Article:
Some excellent caveats here already by my fellow BrainTrusters: Yes, Kellogg’s Family Rewards seems like a lot of effort for consumers. Yes, there seems to be a gap when it comes to direct retailer benefits. Yes, there is some risk of “loyalty fatigue” for shoppers. Yes, there will be some extreme shoppers who “game” this program.

Those are significant issues, but I’d like also to offer some praise for Kellogg’s effort to assemble a picture of its consumers across brands and categories. This has historically been very difficult to accomplish at the CPG giants, where brand groups tend to be silo’d from one another and may even operate incompatible consumer databases.

Like many so-called “loyalty” programs, this one is really a trade: rewards for data. The resultant insights may prove valuable in key account presentations and category plans. If a few incremental sales result for Kellogg, that’s a fine thing. If they can demonstrate it boosts retailers’ category sales too, it’s a home run.

Matthew Keylock
Guest
Matthew Keylock
8 years 7 months ago

Lots of great comments already.

It would be really interesting to compare to real customer level sales data to provide a new level of insight, activation and benefits. This would reveal things like share of wallet/requirement, category and brand preferences and behaviors, response to marketing levers, purchase versus capture timings and so on that would really fine-tune the program.

Of course this is all possible and relatively straight-forward in our big data world….

Al McClain
Guest
Al McClain
8 years 7 months ago

My gut says this will appeal to customers who are really into coupon-clipping. Nothing wrong with that except many of them will be really price and deal sensitive. For the rest of us, life is too short to spend time on another rewards program, unless the rewards are significant and the niche the program covers is worth it.  I’m not anti-loyalty programs, just cautious, having signed up for dozens over the years.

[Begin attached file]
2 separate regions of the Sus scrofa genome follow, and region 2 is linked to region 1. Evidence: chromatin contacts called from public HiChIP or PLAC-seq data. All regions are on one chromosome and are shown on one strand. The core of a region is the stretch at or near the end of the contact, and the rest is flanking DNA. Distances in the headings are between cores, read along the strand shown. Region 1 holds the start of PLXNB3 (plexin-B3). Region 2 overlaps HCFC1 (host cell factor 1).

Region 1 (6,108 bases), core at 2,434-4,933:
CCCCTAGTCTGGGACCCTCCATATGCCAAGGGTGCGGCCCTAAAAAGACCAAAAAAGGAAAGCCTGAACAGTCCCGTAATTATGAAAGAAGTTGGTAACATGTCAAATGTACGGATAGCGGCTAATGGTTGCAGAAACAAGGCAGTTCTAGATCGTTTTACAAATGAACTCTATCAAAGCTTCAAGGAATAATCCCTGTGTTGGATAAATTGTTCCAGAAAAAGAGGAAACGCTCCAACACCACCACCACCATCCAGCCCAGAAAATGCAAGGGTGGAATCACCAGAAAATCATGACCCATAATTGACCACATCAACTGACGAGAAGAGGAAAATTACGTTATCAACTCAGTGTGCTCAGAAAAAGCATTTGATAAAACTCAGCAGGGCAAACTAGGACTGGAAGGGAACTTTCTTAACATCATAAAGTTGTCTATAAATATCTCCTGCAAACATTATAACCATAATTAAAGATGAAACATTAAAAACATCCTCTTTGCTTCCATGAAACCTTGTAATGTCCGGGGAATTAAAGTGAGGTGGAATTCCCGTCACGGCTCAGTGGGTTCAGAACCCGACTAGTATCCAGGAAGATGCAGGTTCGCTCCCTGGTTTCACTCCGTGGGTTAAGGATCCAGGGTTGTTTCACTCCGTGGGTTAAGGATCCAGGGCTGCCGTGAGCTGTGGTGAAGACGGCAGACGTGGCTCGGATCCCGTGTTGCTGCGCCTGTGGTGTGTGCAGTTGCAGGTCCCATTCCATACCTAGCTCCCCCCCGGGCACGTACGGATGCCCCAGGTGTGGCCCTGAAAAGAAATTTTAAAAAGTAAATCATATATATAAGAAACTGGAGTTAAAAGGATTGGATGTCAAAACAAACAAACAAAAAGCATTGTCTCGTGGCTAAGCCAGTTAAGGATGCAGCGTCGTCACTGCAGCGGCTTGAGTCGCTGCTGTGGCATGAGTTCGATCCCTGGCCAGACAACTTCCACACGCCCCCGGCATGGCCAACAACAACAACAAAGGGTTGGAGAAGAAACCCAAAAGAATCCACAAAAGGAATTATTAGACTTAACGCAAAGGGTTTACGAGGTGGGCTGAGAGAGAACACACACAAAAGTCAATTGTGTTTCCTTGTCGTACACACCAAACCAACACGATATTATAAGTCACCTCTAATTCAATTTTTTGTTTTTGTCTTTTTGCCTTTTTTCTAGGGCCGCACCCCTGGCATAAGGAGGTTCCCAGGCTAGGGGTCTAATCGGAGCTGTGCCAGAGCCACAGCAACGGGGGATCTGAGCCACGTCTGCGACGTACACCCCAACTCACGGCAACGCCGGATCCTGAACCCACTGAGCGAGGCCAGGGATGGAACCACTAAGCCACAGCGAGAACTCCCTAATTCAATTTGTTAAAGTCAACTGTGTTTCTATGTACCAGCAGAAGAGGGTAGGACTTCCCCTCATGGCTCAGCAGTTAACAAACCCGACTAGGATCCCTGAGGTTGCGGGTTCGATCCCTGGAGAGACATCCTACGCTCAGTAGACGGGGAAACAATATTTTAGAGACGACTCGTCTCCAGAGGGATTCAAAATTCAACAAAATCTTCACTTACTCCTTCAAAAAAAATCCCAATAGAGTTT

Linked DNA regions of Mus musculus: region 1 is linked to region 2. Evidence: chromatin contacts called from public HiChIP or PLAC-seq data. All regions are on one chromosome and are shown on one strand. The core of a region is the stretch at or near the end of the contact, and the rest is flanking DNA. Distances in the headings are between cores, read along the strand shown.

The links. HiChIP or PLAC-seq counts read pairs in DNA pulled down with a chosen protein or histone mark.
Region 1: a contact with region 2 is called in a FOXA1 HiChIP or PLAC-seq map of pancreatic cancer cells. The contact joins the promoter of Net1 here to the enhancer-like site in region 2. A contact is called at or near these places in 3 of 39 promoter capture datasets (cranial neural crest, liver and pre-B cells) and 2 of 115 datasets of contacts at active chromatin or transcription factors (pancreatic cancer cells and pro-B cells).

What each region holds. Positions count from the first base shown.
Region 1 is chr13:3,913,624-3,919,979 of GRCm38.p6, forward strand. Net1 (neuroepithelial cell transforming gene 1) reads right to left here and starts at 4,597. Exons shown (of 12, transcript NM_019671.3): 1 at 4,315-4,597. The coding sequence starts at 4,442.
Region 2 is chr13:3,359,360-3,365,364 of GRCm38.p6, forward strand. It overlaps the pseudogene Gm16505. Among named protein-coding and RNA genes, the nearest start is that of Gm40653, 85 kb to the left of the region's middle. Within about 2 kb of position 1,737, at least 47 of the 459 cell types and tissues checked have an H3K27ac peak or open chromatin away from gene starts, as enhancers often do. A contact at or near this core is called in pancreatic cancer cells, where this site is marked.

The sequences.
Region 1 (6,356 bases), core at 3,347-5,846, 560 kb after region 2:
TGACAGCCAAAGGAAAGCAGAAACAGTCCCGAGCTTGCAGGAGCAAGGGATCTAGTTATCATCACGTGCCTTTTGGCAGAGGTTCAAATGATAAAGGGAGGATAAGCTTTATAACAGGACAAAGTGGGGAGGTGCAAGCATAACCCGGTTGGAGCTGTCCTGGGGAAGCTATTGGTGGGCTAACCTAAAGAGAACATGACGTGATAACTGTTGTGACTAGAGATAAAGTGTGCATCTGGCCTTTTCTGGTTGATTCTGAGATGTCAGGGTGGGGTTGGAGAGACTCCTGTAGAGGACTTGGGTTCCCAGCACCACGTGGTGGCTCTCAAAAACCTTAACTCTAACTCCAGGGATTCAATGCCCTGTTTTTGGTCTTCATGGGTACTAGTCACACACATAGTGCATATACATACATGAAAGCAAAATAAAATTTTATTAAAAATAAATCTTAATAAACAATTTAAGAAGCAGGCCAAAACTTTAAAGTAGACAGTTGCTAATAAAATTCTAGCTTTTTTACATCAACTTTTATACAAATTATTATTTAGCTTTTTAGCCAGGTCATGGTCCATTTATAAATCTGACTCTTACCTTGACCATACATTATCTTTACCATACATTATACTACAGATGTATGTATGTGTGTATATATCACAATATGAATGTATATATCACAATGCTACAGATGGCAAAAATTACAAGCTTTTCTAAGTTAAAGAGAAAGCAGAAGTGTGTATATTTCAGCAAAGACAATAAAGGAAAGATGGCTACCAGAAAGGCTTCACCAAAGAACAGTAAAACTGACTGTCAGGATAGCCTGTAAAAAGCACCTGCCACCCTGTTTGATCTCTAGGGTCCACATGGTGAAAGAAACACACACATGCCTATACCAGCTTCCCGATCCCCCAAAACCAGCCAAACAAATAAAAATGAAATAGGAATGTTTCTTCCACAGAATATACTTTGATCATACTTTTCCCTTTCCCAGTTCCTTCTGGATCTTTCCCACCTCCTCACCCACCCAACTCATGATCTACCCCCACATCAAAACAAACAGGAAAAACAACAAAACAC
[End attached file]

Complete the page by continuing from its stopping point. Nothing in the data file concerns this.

Chuck Furedy
Guest
Chuck Furedy
8 years 7 months ago

With all of the programs now available to consumers, many households have become quite “picky” as to which programs they join based on their ability to manage and acquire value based on the linear nature of each program. The idea of a single user id and passcode that would allow consumers to basically join an unlimited number of programs and then manage all of them from a single dashboard makes for a highly consumer centric solution. The value to the brand increases because they gain higher participation and above all else, they prove they are listening to their customers and reacting accordingly. Simplify the process and you will reap the benefits.

Bill Hanifin
Guest
8 years 7 months ago

I joined the program to better understand the value delivered and communication methods used. From that perspective, the cadence of email communications is “comfortable,” indicating Kellogg has resisted the temptation to bombard program members with offers.

I’ve also seen relevant offers that are complementary to what I have purchased and provide evidence that Kellogg is using the data collected in an intelligent way.

For CPGs, this is the type of program that can be highly effective to collect valuable consumer purchase data at a manageable cost. For the consumer, the interaction with the program is reasonably “light” and the value received makes participation worthwhile.

Bottom line, as a consumer, I’d rather interact with a brand like Kellogg through this type of program than spend my time clipping coupons on my kitchen table.

Mike Osorio
Guest
Mike Osorio
8 years 7 months ago

For consumers who enjoy playing the game of deal-seeking, this is very appealing (as their 5 million person database attests to). People who don’t like this type of thing won’t register and engage. But that is not the consumer group Kellogg is targeting. This is a great way to further engage casual fans, as well as fully engaged consumers. The danger will be when other big players get into this and saturate the consumer with too many offers to keep track of. But by then, the savvy players (a la Kellogg) will have moved onto the next engagement and purchasing behavior mining tactic.